I have a love-hate relationship with Michael Moorcock. I'm frequently attracted to his ideas but only occasionally to his writing, which I find is often sloppy and loose. Likewise, his characters are in equal parts despicable and pathetic, making it hard for me to form the attachments necessary to make my way through his stories. The primary exception to this is Dorian Hawkmoon, who makes his appearance in the 1967 novel, The Jewel in the Skull, the first part of the four-part "History of the Runestaff" series. I not only like Hawkmoon as a character, I also find the series in which he appears a fair bit more coherent than, say, the adventures of Elric. Gary Gygax noted the influence of the Hawkmoon novels over D&D, although, intriguingly, he added "esp. the first three books." When I have more time, it might be worth trying to figure out why he said this.
The Jewel in the Skull takes place in "the Tragic Millennium," a post-apocalyptic future in which super-science and magic exist side by side and the world is threatened by the Dark Empire of Granbretan. This places it within a sub-set of swords-and-sorcery novels epitomized by works like The Dying Earth, where the future of our world is portrayed as a fantasy setting. Its protagonist is the aforementioned Dorian Hawkmoon, Duke of Köln, who, while leading a rebellion against the Dark Empire, is captured and offered a chance to escape death: aid Granbretan by acting as its agent in the Kamarg. Hawkmoon accepts this offer, along with a magical black jewel that's placed inside his head, which prevents him from betraying his evil masters. Fortunately for Hawkmoon, the Kamarg's ruler, Count Brass, finds a means to nullify the black jewel temporarily, setting into motion a plan by which he and Hawkmoon can foil Granbretan's nefarious schemes.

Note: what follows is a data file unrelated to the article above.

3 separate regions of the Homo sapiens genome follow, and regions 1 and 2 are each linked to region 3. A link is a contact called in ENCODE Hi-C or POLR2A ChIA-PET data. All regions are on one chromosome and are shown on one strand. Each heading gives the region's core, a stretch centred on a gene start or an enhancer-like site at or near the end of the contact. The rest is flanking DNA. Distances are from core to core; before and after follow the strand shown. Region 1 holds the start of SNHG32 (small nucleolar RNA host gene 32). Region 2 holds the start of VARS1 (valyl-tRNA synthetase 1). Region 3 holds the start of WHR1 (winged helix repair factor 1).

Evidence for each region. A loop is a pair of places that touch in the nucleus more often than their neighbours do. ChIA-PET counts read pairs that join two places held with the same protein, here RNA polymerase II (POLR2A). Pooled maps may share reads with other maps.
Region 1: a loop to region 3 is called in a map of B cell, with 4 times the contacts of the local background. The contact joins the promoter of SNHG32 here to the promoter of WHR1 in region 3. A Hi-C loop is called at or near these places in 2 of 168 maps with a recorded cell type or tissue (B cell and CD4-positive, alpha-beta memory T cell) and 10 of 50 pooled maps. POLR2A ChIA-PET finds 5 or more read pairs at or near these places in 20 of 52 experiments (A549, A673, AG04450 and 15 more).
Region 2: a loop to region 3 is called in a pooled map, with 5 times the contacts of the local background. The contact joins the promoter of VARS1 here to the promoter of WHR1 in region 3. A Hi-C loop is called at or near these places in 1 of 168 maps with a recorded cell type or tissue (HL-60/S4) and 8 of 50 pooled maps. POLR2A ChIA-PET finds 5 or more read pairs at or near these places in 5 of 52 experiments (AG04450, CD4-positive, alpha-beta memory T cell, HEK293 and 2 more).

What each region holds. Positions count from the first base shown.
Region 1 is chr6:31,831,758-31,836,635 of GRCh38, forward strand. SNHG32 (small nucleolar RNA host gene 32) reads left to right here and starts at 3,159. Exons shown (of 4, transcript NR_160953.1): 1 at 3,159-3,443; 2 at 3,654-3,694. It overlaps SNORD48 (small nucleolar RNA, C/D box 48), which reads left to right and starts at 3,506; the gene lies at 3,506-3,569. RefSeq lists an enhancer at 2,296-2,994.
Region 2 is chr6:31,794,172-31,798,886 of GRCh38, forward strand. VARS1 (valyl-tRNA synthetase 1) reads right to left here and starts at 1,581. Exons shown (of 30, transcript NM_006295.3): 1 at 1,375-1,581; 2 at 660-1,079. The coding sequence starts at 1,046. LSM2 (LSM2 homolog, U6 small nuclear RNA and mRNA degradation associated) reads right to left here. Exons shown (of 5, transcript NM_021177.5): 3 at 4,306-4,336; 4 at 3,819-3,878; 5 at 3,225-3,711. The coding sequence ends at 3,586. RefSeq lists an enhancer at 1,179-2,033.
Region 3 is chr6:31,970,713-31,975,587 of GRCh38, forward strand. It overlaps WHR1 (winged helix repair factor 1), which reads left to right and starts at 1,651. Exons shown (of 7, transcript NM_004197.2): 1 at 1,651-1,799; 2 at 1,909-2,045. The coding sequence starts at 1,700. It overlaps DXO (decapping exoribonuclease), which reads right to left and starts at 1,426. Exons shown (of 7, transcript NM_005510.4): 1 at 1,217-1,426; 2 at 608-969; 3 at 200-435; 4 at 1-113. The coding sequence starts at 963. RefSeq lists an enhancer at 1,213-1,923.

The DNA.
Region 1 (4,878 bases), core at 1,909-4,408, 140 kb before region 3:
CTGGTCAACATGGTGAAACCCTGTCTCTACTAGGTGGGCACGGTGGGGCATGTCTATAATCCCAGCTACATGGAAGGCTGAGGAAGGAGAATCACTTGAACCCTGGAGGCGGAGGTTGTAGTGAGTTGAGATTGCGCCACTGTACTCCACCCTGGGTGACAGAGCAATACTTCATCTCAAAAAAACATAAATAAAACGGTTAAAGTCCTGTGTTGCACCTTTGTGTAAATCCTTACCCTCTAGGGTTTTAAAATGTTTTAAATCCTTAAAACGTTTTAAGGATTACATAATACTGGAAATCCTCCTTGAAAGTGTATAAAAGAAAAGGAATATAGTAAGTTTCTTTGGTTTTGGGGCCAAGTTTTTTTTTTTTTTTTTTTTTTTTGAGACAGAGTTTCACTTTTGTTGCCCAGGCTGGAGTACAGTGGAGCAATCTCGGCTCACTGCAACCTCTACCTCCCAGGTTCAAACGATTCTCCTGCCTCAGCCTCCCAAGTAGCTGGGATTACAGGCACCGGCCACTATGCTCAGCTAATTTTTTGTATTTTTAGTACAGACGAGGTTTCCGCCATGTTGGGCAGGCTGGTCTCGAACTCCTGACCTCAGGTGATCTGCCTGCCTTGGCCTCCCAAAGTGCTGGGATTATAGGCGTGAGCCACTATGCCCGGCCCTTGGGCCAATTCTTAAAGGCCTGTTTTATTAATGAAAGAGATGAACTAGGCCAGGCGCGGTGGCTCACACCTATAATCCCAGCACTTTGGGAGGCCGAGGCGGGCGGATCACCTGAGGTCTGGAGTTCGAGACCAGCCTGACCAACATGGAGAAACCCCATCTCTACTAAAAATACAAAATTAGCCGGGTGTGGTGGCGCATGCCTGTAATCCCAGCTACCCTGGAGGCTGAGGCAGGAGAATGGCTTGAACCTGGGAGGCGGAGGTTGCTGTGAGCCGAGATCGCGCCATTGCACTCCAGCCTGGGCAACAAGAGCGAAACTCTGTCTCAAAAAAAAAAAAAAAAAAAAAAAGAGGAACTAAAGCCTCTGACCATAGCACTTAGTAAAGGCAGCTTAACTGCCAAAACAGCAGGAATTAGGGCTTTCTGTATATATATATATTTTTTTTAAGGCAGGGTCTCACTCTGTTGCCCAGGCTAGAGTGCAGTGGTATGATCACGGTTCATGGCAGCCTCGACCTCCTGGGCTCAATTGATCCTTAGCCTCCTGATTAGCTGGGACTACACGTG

Like most Moorcock novels, The Jewel in the Skull is full of great ideas, breezily delivered. Most of the flaws evident in his other novels are here too, but I found myself quite able to overlook them, because I enjoyed the world and inhabitants Moorcock described. The Tragic Millennium is one of those settings that, while far from ground-breaking, neveretheless achieves a certain power because of the way it appropriates familiar places and names to play with -- and against -- our expectations of them. The result is a world that's at once recognizable and alien, which, to my mind, is exactly the right approach when dealing with swords-and-sorcery tales. Hawkmoon himself is a fairly attractive figure, neither reprehensible nor overwrought, which makes him stand out in a genre that contains too many examples of each for my liking. All in all, this is a fun book that kicks off a fun series. Even if you normally don't like Moorcock, I recommend giving it a try.